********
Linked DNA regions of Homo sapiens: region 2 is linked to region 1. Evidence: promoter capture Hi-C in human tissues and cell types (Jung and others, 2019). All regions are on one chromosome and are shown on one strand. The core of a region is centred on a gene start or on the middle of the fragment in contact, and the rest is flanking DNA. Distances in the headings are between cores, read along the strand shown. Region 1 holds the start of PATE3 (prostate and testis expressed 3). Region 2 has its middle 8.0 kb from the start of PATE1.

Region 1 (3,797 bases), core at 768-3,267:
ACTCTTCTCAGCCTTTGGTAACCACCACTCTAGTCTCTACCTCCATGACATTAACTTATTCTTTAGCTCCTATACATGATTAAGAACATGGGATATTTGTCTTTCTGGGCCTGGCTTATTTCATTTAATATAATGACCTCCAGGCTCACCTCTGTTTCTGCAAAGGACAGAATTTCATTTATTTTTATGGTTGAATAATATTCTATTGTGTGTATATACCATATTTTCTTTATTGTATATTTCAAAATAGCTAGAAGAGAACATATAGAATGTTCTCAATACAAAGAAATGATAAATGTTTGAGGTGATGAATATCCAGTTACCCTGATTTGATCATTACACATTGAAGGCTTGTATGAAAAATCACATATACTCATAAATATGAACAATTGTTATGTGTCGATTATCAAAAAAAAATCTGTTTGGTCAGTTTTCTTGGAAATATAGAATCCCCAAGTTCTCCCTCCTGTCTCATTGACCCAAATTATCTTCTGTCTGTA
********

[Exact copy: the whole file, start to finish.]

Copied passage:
Linked DNA regions of Homo sapiens: region 2 is linked to region 1. Evidence: promoter capture Hi-C in human tissues and cell types (Jung and others, 2019). All regions are on one chromosome and are shown on one strand. The core of a region is centred on a gene start or on the middle of the fragment in contact, and the rest is flanking DNA. Distances in the headings are between cores, read along the strand shown. Region 1 holds the start of PATE3 (prostate and testis expressed 3). Region 2 has its middle 8.0 kb from the start of PATE1.

Region 1 (3,797 bases), core at 768-3,267:
ACTCTTCTCAGCCTTTGGTAACCACCACTCTAGTCTCTACCTCCATGACATTAACTTATTCTTTAGCTCCTATACATGATTAAGAACATGGGATATTTGTCTTTCTGGGCCTGGCTTATTTCATTTAATATAATGACCTCCAGGCTCACCTCTGTTTCTGCAAAGGACAGAATTTCATTTATTTTTATGGTTGAATAATATTCTATTGTGTGTATATACCATATTTTCTTTATTGTATATTTCAAAATAGCTAGAAGAGAACATATAGAATGTTCTCAATACAAAGAAATGATAAATGTTTGAGGTGATGAATATCCAGTTACCCTGATTTGATCATTACACATTGAAGGCTTGTATGAAAAATCACATATACTCATAAATATGAACAATTGTTATGTGTCGATTATCAAAAAAAAATCTGTTTGGTCAGTTTTCTTGGAAATATAGAATCCCCAAGTTCTCCCTCCTGTCTCATTGACCCAAATTATCTTCTGTCTGTA